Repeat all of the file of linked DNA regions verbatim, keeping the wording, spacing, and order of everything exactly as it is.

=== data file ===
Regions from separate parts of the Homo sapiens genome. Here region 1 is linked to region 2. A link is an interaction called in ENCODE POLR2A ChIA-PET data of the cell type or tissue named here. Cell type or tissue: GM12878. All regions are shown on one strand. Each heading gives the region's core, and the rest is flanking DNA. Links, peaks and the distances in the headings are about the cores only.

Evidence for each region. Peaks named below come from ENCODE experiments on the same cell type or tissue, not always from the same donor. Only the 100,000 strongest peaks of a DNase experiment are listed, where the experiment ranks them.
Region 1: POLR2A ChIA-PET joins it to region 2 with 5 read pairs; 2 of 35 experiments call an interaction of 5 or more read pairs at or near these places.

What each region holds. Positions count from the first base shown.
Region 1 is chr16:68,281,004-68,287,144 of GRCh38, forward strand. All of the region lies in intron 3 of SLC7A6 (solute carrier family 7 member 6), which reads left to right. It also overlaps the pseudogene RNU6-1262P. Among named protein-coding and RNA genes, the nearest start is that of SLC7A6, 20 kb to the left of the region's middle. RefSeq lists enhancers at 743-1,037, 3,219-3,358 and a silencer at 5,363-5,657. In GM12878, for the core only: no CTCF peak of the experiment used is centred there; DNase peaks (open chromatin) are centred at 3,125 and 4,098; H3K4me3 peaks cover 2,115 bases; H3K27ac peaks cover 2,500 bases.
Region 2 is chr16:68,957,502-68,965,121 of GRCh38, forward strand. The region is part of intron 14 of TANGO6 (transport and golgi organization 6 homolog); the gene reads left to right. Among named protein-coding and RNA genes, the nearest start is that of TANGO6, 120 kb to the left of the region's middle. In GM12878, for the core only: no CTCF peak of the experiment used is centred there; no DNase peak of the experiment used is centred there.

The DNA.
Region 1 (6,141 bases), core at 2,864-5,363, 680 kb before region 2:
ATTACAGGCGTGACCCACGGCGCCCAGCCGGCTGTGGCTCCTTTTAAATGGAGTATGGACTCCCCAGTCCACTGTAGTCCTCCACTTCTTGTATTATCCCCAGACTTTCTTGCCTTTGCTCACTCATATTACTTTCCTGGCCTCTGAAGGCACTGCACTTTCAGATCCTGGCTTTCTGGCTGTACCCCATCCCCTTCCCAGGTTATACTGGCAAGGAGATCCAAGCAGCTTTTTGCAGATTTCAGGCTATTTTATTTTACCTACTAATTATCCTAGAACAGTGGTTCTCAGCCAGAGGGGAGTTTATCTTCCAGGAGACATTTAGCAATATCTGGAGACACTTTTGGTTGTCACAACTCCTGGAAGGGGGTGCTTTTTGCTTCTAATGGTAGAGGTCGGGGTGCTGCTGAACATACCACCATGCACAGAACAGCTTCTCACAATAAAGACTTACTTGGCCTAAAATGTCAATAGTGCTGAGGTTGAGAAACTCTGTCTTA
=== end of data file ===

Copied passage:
Regions from separate parts of the Homo sapiens genome. Here region 1 is linked to region 2. A link is an interaction called in ENCODE POLR2A ChIA-PET data of the cell type or tissue named here. Cell type or tissue: GM12878. All regions are shown on one strand. Each heading gives the region's core, and the rest is flanking DNA. Links, peaks and the distances in the headings are about the cores only.

Evidence for each region. Peaks named below come from ENCODE experiments on the same cell type or tissue, not always from the same donor. Only the 100,000 strongest peaks of a DNase experiment are listed, where the experiment ranks them.
Region 1: POLR2A ChIA-PET joins it to region 2 with 5 read pairs; 2 of 35 experiments call an interaction of 5 or more read pairs at or near these places.

What each region holds. Positions count from the first base shown.
Region 1 is chr16:68,281,004-68,287,144 of GRCh38, forward strand. All of the region lies in intron 3 of SLC7A6 (solute carrier family 7 member 6), which reads left to right. It also overlaps the pseudogene RNU6-1262P. Among named protein-coding and RNA genes, the nearest start is that of SLC7A6, 20 kb to the left of the region's middle. RefSeq lists enhancers at 743-1,037, 3,219-3,358 and a silencer at 5,363-5,657. In GM12878, for the core only: no CTCF peak of the experiment used is centred there; DNase peaks (open chromatin) are centred at 3,125 and 4,098; H3K4me3 peaks cover 2,115 bases; H3K27ac peaks cover 2,500 bases.
Region 2 is chr16:68,957,502-68,965,121 of GRCh38, forward strand. The region is part of intron 14 of TANGO6 (transport and golgi organization 6 homolog); the gene reads left to right. Among named protein-coding and RNA genes, the nearest start is that of TANGO6, 120 kb to the left of the region's middle. In GM12878, for the core only: no CTCF peak of the experiment used is centred there; no DNase peak of the experiment used is centred there.

The DNA.
Region 1 (6,141 bases), core at 2,864-5,363, 680 kb before region 2:
ATTACAGGCGTGACCCACGGCGCCCAGCCGGCTGTGGCTCCTTTTAAATGGAGTATGGACTCCCCAGTCCACTGTAGTCCTCCACTTCTTGTATTATCCCCAGACTTTCTTGCCTTTGCTCACTCATATTACTTTCCTGGCCTCTGAAGGCACTGCACTTTCAGATCCTGGCTTTCTGGCTGTACCCCATCCCCTTCCCAGGTTATACTGGCAAGGAGATCCAAGCAGCTTTTTGCAGATTTCAGGCTATTTTATTTTACCTACTAATTATCCTAGAACAGTGGTTCTCAGCCAGAGGGGAGTTTATCTTCCAGGAGACATTTAGCAATATCTGGAGACACTTTTGGTTGTCACAACTCCTGGAAGGGGGTGCTTTTTGCTTCTAATGGTAGAGGTCGGGGTGCTGCTGAACATACCACCATGCACAGAACAGCTTCTCACAATAAAGACTTACTTGGCCTAAAATGTCAATAGTGCTGAGGTTGAGAAACTCTGTCTTA